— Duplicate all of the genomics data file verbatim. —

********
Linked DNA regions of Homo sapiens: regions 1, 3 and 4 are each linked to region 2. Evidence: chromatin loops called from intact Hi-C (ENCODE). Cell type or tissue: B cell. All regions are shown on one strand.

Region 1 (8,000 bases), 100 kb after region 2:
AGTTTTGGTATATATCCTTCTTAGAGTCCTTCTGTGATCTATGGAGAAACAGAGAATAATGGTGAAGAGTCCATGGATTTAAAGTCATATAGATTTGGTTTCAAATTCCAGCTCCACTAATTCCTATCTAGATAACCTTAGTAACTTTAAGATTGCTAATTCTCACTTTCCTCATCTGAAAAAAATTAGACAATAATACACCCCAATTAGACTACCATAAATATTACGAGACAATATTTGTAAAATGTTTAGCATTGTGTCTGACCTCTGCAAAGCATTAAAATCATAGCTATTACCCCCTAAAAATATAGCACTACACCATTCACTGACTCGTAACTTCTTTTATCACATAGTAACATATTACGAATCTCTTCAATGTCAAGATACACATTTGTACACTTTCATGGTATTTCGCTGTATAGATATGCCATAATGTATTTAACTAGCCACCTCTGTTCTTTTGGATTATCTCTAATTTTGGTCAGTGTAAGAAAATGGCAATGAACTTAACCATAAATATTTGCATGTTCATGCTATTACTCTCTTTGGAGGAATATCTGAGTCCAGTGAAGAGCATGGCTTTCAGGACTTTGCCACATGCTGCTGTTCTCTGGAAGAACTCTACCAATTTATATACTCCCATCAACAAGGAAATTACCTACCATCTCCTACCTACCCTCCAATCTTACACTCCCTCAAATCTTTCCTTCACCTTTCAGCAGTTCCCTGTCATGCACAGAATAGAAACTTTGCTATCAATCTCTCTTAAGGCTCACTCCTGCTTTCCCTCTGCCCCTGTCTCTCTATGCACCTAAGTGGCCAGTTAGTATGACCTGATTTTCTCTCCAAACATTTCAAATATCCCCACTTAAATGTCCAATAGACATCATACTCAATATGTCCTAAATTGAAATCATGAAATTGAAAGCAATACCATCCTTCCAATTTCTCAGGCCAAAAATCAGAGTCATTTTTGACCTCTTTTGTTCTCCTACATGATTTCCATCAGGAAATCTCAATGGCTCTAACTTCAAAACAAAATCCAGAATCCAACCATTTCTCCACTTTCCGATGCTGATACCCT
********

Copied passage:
Linked DNA regions of Homo sapiens: regions 1, 3 and 4 are each linked to region 2. Evidence: chromatin loops called from intact Hi-C (ENCODE). Cell type or tissue: B cell. All regions are shown on one strand.

Region 1 (8,000 bases), 100 kb after region 2:
AGTTTTGGTATATATCCTTCTTAGAGTCCTTCTGTGATCTATGGAGAAACAGAGAATAATGGTGAAGAGTCCATGGATTTAAAGTCATATAGATTTGGTTTCAAATTCCAGCTCCACTAATTCCTATCTAGATAACCTTAGTAACTTTAAGATTGCTAATTCTCACTTTCCTCATCTGAAAAAAATTAGACAATAATACACCCCAATTAGACTACCATAAATATTACGAGACAATATTTGTAAAATGTTTAGCATTGTGTCTGACCTCTGCAAAGCATTAAAATCATAGCTATTACCCCCTAAAAATATAGCACTACACCATTCACTGACTCGTAACTTCTTTTATCACATAGTAACATATTACGAATCTCTTCAATGTCAAGATACACATTTGTACACTTTCATGGTATTTCGCTGTATAGATATGCCATAATGTATTTAACTAGCCACCTCTGTTCTTTTGGATTATCTCTAATTTTGGTCAGTGTAAGAAAATGGCAATGAACTTAACCATAAATATTTGCATGTTCATGCTATTACTCTCTTTGGAGGAATATCTGAGTCCAGTGAAGAGCATGGCTTTCAGGACTTTGCCACATGCTGCTGTTCTCTGGAAGAACTCTACCAATTTATATACTCCCATCAACAAGGAAATTACCTACCATCTCCTACCTACCCTCCAATCTTACACTCCCTCAAATCTTTCCTTCACCTTTCAGCAGTTCCCTGTCATGCACAGAATAGAAACTTTGCTATCAATCTCTCTTAAGGCTCACTCCTGCTTTCCCTCTGCCCCTGTCTCTCTATGCACCTAAGTGGCCAGTTAGTATGACCTGATTTTCTCTCCAAACATTTCAAATATCCCCACTTAAATGTCCAATAGACATCATACTCAATATGTCCTAAATTGAAATCATGAAATTGAAAGCAATACCATCCTTCCAATTTCTCAGGCCAAAAATCAGAGTCATTTTTGACCTCTTTTGTTCTCCTACATGATTTCCATCAGGAAATCTCAATGGCTCTAACTTCAAAACAAAATCCAGAATCCAACCATTTCTCCACTTTCCGATGCTGATACCCT